The 3 ways to sort in Go

Sort a slice of ints, float64s or strings

Use one of the functions

s := []int{4, 2, 3, 1}
fmt.Println(s) // [1 2 3 4]

Package radix contains a drop-in replacement for sort.Strings, which can be more than twice as fast in some settings.

Sort with custom comparator

family := []struct {
    Name string
    Age  int
    {"Alice", 23},
    {"David", 2},
    {"Eve", 2},
    {"Bob", 25},

// Sort by age, keeping original order or equal elements.
sort.SliceStable(family, func(i, j int) bool {
    return family[i].Age < family[j].Age
fmt.Println(family) // [{David 2} {Eve 2} {Alice 23} {Bob 25}]

Sort custom data structures

type Interface interface {
        // Len is the number of elements in the collection.
        Len() int
        // Less reports whether the element with
        // index i should sort before the element with index j.
        Less(i, j int) bool
        // Swap swaps the elements with indexes i and j.
        Swap(i, j int)

Here’s an example.

type Person struct {
    Name string
    Age  int

// ByAge implements sort.Interface based on the Age field.
type ByAge []Person

func (a ByAge) Len() int           { return len(a) }
func (a ByAge) Less(i, j int) bool { return a[i].Age < a[j].Age }
func (a ByAge) Swap(i, j int)      { a[i], a[j] = a[j], a[i] }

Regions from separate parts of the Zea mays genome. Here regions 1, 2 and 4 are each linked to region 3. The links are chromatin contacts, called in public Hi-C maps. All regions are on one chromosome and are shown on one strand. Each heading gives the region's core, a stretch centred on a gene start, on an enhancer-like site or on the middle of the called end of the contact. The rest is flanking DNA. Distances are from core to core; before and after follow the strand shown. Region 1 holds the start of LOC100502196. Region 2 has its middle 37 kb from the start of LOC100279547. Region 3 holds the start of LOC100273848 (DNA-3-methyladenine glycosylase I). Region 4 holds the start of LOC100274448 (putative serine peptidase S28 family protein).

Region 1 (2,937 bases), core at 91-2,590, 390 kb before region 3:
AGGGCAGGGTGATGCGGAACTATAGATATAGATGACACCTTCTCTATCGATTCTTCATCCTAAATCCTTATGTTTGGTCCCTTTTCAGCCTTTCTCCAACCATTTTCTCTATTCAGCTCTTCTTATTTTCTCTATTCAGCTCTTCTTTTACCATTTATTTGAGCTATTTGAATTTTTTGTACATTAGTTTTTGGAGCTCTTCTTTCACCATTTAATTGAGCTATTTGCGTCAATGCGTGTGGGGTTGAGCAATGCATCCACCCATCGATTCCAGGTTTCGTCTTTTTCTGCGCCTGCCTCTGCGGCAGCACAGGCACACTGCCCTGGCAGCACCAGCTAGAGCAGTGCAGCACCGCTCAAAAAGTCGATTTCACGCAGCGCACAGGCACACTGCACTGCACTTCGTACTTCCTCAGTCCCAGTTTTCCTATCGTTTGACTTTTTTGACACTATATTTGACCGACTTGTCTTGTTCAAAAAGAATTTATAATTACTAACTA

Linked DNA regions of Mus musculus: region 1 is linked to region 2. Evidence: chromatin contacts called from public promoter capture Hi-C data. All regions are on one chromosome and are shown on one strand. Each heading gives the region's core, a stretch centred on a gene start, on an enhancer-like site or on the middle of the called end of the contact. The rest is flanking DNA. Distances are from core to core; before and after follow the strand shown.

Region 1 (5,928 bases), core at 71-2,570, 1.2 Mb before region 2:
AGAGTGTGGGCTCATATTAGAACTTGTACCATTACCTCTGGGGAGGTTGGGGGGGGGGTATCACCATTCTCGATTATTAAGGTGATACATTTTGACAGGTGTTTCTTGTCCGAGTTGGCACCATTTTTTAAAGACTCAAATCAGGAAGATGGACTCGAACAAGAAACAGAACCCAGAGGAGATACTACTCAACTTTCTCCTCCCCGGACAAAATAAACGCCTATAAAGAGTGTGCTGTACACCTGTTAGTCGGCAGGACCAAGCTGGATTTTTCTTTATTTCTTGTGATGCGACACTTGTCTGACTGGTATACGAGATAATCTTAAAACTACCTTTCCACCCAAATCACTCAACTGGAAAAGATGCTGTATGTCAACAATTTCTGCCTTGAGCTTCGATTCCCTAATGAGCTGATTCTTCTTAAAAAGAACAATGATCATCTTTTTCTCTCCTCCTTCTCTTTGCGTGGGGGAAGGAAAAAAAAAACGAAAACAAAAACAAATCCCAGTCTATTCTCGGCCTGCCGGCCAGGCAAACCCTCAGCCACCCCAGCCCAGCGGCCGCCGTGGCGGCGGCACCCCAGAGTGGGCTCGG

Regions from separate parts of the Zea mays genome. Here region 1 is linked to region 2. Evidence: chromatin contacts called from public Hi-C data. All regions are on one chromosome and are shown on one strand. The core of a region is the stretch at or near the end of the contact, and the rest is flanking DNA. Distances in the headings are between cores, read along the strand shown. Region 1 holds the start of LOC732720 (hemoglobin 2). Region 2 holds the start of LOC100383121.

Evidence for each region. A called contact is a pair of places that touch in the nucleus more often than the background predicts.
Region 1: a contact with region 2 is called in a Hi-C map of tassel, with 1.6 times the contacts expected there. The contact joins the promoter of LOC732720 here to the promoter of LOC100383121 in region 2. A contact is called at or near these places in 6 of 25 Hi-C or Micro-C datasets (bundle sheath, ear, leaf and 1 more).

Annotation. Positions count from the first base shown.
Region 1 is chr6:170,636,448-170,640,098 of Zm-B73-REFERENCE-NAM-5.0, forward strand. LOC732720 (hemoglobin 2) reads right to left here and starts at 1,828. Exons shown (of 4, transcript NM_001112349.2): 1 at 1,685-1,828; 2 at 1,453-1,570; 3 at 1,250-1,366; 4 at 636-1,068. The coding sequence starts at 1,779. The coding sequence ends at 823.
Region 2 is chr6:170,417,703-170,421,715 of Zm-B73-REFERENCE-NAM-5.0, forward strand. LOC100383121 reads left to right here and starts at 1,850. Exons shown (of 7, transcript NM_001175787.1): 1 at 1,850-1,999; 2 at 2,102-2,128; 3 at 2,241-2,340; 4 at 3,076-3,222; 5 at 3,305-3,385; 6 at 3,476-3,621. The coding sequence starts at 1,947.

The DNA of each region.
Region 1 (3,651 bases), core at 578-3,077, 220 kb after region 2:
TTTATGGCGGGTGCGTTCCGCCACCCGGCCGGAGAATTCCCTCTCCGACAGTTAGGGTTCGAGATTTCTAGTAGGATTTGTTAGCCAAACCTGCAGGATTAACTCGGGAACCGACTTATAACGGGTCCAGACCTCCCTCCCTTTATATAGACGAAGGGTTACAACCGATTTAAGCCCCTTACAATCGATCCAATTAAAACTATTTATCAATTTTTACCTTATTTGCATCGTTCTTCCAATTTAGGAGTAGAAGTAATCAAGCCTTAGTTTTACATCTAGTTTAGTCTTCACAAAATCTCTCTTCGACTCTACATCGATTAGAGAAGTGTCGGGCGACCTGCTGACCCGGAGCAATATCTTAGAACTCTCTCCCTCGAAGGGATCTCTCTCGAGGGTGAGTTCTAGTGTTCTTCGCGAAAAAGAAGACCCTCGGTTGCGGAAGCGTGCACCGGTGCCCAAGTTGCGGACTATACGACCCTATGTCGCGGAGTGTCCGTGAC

func main() {
    family := []Person{
        {"Alice", 23},
        {"Eve", 2},
        {"Bob", 25},
    fmt.Println(family) // [{Eve 2} {Alice 23} {Bob 25}]

Bonus: Sort a map by key or value

A map is an unordered collection of key-value pairs. If you need a stable iteration order, you must maintain a separate data structure.

This code example uses a slice of keys to sort a map in key order.

m := map[string]int{"Alice": 2, "Cecil": 1, "Bob": 3}

keys := make([]string, 0, len(m))
for k := range m {
    keys = append(keys, k)

for _, k := range keys {
    fmt.Println(k, m[k])
// Output:
// Alice 2
// Bob 3
// Cecil 1

Also, starting with Go 1.12, the fmt package prints maps in key-sorted order to ease testing.

Performance and implementation

All algorithms in the Go sort package make O(n log n) comparisons in the worst case, where n is the number of elements to be sorted.

Most of the functions are implemented using an optimized version of quicksort.

More code examples

Go blueprints: code for com­mon tasks is a collection of handy code examples.

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